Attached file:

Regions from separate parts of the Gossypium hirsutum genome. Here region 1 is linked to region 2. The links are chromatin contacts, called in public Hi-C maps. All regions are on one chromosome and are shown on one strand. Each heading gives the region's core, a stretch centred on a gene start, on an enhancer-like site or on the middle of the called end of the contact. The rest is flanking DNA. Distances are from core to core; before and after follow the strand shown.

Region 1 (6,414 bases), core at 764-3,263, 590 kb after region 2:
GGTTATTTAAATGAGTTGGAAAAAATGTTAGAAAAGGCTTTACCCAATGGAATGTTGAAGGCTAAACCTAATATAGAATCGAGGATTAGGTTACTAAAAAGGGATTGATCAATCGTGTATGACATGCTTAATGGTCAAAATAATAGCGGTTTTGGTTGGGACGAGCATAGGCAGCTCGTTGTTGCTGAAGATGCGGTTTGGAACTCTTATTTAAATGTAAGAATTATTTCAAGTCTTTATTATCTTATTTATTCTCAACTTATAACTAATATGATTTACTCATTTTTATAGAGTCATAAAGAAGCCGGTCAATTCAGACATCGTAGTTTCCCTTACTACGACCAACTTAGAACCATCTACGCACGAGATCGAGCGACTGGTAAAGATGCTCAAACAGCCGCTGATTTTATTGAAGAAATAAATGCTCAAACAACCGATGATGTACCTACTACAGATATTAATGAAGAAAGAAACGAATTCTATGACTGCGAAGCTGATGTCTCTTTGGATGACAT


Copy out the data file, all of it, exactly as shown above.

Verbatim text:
Regions from separate parts of the Gossypium hirsutum genome. Here region 1 is linked to region 2. The links are chromatin contacts, called in public Hi-C maps. All regions are on one chromosome and are shown on one strand. Each heading gives the region's core, a stretch centred on a gene start, on an enhancer-like site or on the middle of the called end of the contact. The rest is flanking DNA. Distances are from core to core; before and after follow the strand shown.

Region 1 (6,414 bases), core at 764-3,263, 590 kb after region 2:
GGTTATTTAAATGAGTTGGAAAAAATGTTAGAAAAGGCTTTACCCAATGGAATGTTGAAGGCTAAACCTAATATAGAATCGAGGATTAGGTTACTAAAAAGGGATTGATCAATCGTGTATGACATGCTTAATGGTCAAAATAATAGCGGTTTTGGTTGGGACGAGCATAGGCAGCTCGTTGTTGCTGAAGATGCGGTTTGGAACTCTTATTTAAATGTAAGAATTATTTCAAGTCTTTATTATCTTATTTATTCTCAACTTATAACTAATATGATTTACTCATTTTTATAGAGTCATAAAGAAGCCGGTCAATTCAGACATCGTAGTTTCCCTTACTACGACCAACTTAGAACCATCTACGCACGAGATCGAGCGACTGGTAAAGATGCTCAAACAGCCGCTGATTTTATTGAAGAAATAAATGCTCAAACAACCGATGATGTACCTACTACAGATATTAATGAAGAAAGAAACGAATTCTATGACTGCGAAGCTGATGTCTCTTTGGATGACAT